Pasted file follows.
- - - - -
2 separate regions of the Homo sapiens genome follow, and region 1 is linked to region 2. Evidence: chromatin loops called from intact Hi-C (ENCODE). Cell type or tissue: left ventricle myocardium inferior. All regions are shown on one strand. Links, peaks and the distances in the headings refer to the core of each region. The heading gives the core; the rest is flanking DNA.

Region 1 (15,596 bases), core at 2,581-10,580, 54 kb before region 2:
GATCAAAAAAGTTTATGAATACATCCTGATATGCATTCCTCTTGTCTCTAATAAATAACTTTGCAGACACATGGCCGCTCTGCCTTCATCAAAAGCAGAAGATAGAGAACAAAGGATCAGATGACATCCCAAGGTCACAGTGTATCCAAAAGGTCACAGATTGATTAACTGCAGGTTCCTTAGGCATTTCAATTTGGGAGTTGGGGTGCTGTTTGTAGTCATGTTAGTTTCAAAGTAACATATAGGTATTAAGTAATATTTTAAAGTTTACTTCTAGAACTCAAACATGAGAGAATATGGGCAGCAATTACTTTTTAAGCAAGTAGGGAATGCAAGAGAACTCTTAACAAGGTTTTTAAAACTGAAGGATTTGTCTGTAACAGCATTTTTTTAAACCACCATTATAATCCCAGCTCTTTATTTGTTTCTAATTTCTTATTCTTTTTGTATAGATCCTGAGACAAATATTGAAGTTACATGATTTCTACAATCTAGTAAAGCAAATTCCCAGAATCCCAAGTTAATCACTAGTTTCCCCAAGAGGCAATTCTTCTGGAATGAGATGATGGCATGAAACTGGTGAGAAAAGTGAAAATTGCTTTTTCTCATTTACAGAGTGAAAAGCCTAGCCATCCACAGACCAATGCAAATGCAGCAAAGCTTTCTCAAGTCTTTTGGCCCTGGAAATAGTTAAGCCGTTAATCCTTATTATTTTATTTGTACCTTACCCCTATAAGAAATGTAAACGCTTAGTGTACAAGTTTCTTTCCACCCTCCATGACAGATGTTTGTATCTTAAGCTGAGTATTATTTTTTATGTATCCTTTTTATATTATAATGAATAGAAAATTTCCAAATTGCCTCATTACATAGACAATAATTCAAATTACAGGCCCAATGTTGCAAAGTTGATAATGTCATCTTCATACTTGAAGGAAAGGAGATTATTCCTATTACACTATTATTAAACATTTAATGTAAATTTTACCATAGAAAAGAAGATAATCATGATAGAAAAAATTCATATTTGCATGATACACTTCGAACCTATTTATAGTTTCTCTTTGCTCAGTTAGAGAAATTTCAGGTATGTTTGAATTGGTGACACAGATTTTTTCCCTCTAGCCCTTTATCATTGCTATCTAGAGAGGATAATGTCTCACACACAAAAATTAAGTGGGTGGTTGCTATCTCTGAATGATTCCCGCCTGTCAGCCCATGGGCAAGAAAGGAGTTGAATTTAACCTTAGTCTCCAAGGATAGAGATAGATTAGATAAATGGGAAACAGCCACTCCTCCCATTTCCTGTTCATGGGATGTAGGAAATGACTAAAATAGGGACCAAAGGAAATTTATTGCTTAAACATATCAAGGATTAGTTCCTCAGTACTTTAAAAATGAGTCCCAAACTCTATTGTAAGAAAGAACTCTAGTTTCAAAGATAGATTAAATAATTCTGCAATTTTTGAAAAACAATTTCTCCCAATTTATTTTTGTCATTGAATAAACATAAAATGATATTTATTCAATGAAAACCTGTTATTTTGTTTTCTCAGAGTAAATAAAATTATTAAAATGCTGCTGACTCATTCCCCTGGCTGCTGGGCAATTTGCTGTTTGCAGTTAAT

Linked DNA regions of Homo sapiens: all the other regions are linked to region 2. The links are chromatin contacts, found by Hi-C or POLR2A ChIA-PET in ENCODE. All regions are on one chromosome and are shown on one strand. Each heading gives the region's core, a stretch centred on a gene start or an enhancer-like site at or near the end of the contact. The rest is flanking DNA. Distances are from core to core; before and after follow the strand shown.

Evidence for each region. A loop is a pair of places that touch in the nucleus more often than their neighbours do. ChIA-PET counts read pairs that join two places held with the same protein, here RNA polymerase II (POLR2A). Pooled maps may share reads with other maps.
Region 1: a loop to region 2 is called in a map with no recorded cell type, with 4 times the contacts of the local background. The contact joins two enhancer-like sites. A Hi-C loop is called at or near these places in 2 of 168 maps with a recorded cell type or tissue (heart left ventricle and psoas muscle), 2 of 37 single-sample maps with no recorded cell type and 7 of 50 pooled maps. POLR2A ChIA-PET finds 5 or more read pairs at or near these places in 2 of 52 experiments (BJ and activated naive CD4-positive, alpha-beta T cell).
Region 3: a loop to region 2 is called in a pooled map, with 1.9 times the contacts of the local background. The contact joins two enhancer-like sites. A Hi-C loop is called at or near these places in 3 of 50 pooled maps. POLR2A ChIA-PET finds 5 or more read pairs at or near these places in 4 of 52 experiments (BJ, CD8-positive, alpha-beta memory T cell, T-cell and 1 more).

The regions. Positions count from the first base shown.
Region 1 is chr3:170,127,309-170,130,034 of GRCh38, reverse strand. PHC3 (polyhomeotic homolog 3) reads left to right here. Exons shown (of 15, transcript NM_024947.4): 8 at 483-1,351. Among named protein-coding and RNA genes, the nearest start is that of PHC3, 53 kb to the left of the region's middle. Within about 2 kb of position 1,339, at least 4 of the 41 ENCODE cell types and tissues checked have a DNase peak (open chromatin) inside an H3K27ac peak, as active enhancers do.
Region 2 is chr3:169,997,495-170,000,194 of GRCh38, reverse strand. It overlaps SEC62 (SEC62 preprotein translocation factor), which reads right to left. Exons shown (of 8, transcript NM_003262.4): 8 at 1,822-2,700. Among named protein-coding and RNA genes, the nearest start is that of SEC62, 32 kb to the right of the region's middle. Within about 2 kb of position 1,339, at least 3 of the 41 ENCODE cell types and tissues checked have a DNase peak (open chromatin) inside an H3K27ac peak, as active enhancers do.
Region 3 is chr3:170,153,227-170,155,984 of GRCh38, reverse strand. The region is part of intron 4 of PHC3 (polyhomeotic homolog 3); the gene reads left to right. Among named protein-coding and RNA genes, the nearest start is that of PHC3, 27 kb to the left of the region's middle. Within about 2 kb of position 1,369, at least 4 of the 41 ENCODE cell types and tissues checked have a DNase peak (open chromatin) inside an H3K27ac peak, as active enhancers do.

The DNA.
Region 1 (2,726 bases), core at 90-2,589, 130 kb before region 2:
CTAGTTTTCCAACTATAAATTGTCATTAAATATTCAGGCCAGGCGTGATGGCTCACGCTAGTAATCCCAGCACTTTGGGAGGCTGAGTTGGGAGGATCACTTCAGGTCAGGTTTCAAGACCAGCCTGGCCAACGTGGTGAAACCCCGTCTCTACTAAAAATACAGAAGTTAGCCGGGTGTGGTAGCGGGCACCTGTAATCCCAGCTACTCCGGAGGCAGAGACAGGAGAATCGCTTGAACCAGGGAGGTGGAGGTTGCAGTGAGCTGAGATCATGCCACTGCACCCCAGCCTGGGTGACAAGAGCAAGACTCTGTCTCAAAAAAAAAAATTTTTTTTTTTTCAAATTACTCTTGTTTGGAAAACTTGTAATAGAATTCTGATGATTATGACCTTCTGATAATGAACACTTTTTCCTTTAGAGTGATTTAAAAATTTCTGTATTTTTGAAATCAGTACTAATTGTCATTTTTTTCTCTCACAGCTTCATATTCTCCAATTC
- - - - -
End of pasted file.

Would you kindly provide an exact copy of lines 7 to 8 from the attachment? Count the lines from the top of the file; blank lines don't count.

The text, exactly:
Region 3: a loop to region 2 is called in a pooled map, with 1.9 times the contacts of the local background. The contact joins two enhancer-like sites. A Hi-C loop is called at or near these places in 3 of 50 pooled maps. POLR2A ChIA-PET finds 5 or more read pairs at or near these places in 4 of 52 experiments (BJ, CD8-positive, alpha-beta memory T cell, T-cell and 1 more).

The regions. Positions count from the first base shown.